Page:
Ahead of the forthcoming album, Sentinel, Richard Evans brings us a cool slice of electro-pop, one whose melodic infectiousness and shimmering goodness delivers an altogether darker message. Black Rain was the name given to the radioactive percipitation that fell after the atomic bombings of Hiroshima and Nagasaki, so the subject matter here is a world away from the usual pop fare. (Not counting OMD’s Enola Gay, of course.)
A melding of analogue synths, mechanical beats and melodic vocal hooks, it is loaded with deep and meaningful sonics, not least the digitised introductory repetition of “hibakusha”, the Japanese word for a radiation affected person.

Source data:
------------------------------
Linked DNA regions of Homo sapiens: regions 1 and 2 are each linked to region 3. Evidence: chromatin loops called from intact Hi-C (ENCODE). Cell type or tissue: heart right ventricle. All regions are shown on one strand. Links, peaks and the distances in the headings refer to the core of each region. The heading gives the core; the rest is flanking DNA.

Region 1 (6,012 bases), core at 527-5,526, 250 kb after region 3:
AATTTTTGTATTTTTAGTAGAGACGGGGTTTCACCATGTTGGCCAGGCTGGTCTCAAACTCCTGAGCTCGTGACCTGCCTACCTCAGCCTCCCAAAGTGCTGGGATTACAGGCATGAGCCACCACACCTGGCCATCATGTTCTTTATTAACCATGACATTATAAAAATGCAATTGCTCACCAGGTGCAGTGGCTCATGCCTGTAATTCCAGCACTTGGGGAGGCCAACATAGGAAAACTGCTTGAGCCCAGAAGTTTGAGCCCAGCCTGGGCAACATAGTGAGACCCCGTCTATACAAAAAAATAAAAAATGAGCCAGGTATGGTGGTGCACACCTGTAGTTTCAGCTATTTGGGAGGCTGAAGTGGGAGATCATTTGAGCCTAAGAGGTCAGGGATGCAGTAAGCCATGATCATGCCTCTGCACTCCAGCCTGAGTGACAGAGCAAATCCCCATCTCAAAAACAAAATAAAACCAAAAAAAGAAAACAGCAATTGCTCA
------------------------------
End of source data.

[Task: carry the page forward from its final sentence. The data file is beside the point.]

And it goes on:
It is the perfect introduction to an album that will deal with all manner of pertinent and poignant themes – from the impact of micro-plastics to the paranoia of COVID; from the origins of life to global climate protests – and if these sound like intense, not to mention intensely important issues, and they are, the pill is made sweet by the wonderful melodics and smooth musical package that he wraps it up in.
And if you think that you have heard of Richard Evans before it will have probably been as keyboardist with indie icons James. although those with longer memories may recall his work as singer-songwriter and guitarist with St Vitus Dancers.
But that was then and this is now, and now is all about scintillating synths and songs with hidden depths. And with the album limited to 300 copies of 180g white vinyl, those collectors and aficionados of the physical music form should form an orderly (if virtual) cue, here.